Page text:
University Blog

A Message from Pastor Ben

Posted by Rev. Ben Trammell on

Likewise the Spirit helps us in our weakness; for we do not know how to pray as we ought, but that very Spirit intercedes with sighs too deep for words. And God, who searches the heart, knows what is the mind of the Spirit, because the Spirit intercedes for the saints according to the will of God.

We know that all things work together for good for those who love God, who are called according to his purpose… What then are we to say about these things? If God is for us, who is against us?...Who will separate us from the love of Christ? Will hardship, or distress, or persecution, or famine, or nakedness, or peril, or sword?...No, in all these things we are more than conquerors through him who loved us.

For I am convinced that neither death, nor life, nor angels, nor rulers, nor things present, nor things to come, nor powers, nor height, nor depth, nor anything else in all creation, will be able to separate us from the love of God in Christ Jesus our Lord.

Paul’s letter to the Romans (Chapter 8 selected verses)


Like you, I was horrified and deeply grieved by the terrible acts of violence at First Baptist Church in Sutherland Springs. There is much we still don’t know. What we do know is that there has been a tremendous loss of life. We know that this happened close to home and in a place of worship.

We can imagine the folks of Sutherland Springs gathering, shaking hands and worshiping together just as we did Sunday. What is hard to imagine is why something like this can happen. What do we tell our kids, our coworkers, or ourselves after Sutherland Springs? What do we do in response to violence of this scale taking place in a house of worship?

The first thing we do is grieve. You might think prayer belongs first and you are correct. Lament is a form of prayer. It is the ache of the heart that says before God, ‘this hurts, this is hard, things should not be this way.’ The Psalms are filled with authentic anguish and even anger in the face of suffering and tragedy. Often in these moments we reach for words, and only tears come. Romans 8 reminds us that when we don’t know what to say the Spirit groans deep truths that God understands. Prayer is not a substitute for action. One who deeply and faithfully prays is not only already acting but will soon find their feet, hands and hearts in motion.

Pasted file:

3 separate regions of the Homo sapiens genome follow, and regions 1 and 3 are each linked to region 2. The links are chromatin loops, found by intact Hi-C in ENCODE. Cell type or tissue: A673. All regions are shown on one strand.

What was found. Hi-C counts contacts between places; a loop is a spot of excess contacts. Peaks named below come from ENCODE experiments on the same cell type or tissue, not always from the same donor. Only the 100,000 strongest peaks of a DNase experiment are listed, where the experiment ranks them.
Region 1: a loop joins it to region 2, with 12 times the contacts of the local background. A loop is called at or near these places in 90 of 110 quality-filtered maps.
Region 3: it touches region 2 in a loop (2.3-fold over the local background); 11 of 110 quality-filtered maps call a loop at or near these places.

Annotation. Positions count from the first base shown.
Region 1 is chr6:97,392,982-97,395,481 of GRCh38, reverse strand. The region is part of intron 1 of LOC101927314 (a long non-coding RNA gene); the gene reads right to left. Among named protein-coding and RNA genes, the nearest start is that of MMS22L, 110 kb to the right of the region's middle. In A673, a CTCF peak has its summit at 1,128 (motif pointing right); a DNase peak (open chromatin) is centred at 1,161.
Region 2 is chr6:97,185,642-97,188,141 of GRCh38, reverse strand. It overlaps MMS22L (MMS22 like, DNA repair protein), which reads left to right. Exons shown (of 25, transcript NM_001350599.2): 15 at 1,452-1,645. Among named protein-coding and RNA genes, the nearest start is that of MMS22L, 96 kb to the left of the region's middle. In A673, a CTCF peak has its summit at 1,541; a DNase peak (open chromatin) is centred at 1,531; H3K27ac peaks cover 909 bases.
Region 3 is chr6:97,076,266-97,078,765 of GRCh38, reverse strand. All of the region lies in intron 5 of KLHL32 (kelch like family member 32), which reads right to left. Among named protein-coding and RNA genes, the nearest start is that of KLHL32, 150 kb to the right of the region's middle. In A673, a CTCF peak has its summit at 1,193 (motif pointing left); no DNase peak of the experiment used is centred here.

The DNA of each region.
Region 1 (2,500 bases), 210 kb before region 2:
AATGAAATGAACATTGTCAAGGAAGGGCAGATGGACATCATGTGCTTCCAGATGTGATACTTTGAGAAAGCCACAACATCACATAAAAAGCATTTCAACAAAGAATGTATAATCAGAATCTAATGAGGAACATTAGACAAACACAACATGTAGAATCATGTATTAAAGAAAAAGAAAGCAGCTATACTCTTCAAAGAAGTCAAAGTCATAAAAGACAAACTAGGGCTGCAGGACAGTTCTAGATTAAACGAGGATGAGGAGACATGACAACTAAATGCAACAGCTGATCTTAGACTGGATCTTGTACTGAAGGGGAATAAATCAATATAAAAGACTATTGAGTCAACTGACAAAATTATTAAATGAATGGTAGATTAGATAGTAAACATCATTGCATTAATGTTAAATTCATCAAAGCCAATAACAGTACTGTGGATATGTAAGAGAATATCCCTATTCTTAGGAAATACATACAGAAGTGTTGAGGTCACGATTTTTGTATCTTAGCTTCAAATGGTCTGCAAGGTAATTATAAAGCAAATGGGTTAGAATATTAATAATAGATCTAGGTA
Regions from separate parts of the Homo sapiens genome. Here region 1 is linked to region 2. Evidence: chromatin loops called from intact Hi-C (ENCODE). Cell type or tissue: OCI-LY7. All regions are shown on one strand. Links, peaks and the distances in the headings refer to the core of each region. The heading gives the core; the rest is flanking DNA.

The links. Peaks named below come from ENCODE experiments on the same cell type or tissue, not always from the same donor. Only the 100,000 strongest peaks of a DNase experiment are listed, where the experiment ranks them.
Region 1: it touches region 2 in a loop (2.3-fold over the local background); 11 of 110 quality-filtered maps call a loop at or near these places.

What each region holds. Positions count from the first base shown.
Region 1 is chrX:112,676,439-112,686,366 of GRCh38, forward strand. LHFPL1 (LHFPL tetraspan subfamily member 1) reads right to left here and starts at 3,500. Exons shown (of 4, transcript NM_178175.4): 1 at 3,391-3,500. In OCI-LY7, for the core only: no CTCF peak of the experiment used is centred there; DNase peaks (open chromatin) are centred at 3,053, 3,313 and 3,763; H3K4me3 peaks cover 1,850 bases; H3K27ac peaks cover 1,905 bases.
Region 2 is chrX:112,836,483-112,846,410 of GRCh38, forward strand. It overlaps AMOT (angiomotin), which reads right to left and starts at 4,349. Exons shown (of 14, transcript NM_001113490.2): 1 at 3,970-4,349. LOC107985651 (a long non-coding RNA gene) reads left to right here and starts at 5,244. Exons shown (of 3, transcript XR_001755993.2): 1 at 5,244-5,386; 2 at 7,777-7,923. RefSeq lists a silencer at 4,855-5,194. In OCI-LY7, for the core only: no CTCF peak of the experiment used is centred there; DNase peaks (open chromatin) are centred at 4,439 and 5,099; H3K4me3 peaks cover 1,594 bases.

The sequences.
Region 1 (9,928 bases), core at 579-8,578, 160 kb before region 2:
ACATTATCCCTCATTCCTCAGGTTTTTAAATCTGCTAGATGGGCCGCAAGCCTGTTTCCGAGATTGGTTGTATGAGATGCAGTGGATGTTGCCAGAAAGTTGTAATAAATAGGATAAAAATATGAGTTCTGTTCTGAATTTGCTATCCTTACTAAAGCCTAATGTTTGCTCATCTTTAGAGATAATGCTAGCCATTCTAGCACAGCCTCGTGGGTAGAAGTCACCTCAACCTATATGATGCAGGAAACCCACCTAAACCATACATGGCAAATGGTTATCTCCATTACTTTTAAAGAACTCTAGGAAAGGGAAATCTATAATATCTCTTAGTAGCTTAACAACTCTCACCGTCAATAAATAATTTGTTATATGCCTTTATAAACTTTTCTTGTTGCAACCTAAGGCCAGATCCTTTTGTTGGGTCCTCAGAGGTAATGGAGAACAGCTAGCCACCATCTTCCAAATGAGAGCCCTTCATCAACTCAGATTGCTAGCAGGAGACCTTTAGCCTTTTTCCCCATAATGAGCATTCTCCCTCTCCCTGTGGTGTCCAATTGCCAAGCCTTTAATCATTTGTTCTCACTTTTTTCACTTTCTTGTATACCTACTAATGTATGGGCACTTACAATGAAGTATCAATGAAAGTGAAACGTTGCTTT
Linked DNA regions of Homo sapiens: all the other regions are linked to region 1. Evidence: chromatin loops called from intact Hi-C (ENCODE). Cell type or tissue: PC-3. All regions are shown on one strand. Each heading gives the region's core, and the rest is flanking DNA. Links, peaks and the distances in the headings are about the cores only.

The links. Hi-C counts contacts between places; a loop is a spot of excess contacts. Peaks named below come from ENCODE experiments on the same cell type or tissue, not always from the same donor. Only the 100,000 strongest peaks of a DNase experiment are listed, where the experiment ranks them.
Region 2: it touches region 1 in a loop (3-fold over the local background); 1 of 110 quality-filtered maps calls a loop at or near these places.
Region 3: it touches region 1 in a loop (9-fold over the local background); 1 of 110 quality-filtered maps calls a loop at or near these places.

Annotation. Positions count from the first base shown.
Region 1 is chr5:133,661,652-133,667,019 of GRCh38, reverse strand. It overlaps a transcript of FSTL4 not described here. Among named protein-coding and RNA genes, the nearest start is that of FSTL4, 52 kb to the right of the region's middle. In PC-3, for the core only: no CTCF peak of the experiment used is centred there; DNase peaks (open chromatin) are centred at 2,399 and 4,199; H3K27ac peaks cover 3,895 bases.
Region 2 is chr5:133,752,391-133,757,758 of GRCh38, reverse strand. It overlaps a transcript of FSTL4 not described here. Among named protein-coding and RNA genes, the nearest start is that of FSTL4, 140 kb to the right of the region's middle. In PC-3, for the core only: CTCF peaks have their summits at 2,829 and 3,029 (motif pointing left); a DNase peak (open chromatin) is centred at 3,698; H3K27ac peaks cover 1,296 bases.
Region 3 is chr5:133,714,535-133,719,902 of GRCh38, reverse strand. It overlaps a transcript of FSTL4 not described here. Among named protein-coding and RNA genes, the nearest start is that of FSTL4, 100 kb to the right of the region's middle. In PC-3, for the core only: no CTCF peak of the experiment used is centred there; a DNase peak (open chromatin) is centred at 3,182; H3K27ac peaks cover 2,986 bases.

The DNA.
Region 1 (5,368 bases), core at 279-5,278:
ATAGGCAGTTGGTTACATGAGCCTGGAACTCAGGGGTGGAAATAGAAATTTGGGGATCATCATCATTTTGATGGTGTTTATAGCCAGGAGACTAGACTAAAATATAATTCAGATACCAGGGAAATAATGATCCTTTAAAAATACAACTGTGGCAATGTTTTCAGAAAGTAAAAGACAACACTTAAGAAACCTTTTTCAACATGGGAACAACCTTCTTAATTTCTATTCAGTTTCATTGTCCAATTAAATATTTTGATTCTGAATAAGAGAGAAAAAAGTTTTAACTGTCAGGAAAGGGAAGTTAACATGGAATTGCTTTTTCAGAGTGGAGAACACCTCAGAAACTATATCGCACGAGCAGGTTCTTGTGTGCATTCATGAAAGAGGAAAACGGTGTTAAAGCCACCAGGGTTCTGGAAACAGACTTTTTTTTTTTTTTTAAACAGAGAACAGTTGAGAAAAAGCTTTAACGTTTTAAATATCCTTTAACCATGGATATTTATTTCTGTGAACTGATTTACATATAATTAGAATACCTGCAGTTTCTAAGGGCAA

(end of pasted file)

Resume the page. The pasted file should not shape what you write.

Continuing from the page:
Scripture is clear that this world is broken, evil is persistent, and people make choices every day that are destructive for themselves and their neighbors. The center of our story of hope is the execution of the Prince of Peace on a Roman cross. We do not worship a God distant from suffering or unaware of the magnitude of human brokenness.

So what do we tell our kids, family and friends?

We tell them we love them. We tell them that even when the world is bad, God is good.

We admit that we cannot easily fix all that is wrong in this world but we can face it because we believe in power greater than death.

We take them with us as we bless our neighbors, say our prayers and work with all God has given us to ease the burden and suffering people endure in this world. We invite them to join us as we multiply and magnify the good things of this life that do endure.

We point them to the ancient hope in the face of pain, taunts and trauma found in the 42nd Psalm:

As a deer longs for flowing streams,
so my soul longs for you, O God
My soul thirsts for God,
for the living God.
When shall I come and behold
the face of God?
My tears have been my food
day and night,
while people say to me continually,
“Where is your God?”

These things I remember,
as I pour out my soul:
how I went with the throng,
and led them in procession to the house of God,
with glad shouts and songs of thanksgiving,
a multitude keeping festival.

Why are you cast down, O my soul,
and why are you disquieted within me?
Hope in God; for I shall again praise him,
my help and my God.
My soul is cast down within me;
therefore I remember you
from the land of Jordan and of Hermon,
from Mount Mizar.

Deep calls to deep
at the thunder of your cataracts;
all your waves and your billows
have gone over me.

By day the Lord commands his steadfast love,
and at night his song is with me,
a prayer to the God of my life.

I say to God, my rock,
“Why have you forgotten me?
Why must I walk about mournfully
because the enemy oppresses me?”

As with a deadly wound in my body,
my adversaries taunt me,
while they say to me continually,
“Where is your God?”

Why are you cast down, O my soul,
and why are you disquieted within me?
Hope in God; for I shall again praise him,
my help and my God.   

As we face each day, may we hold fast to each other, to hope, and to faith greater than fear.

Pastor Ben


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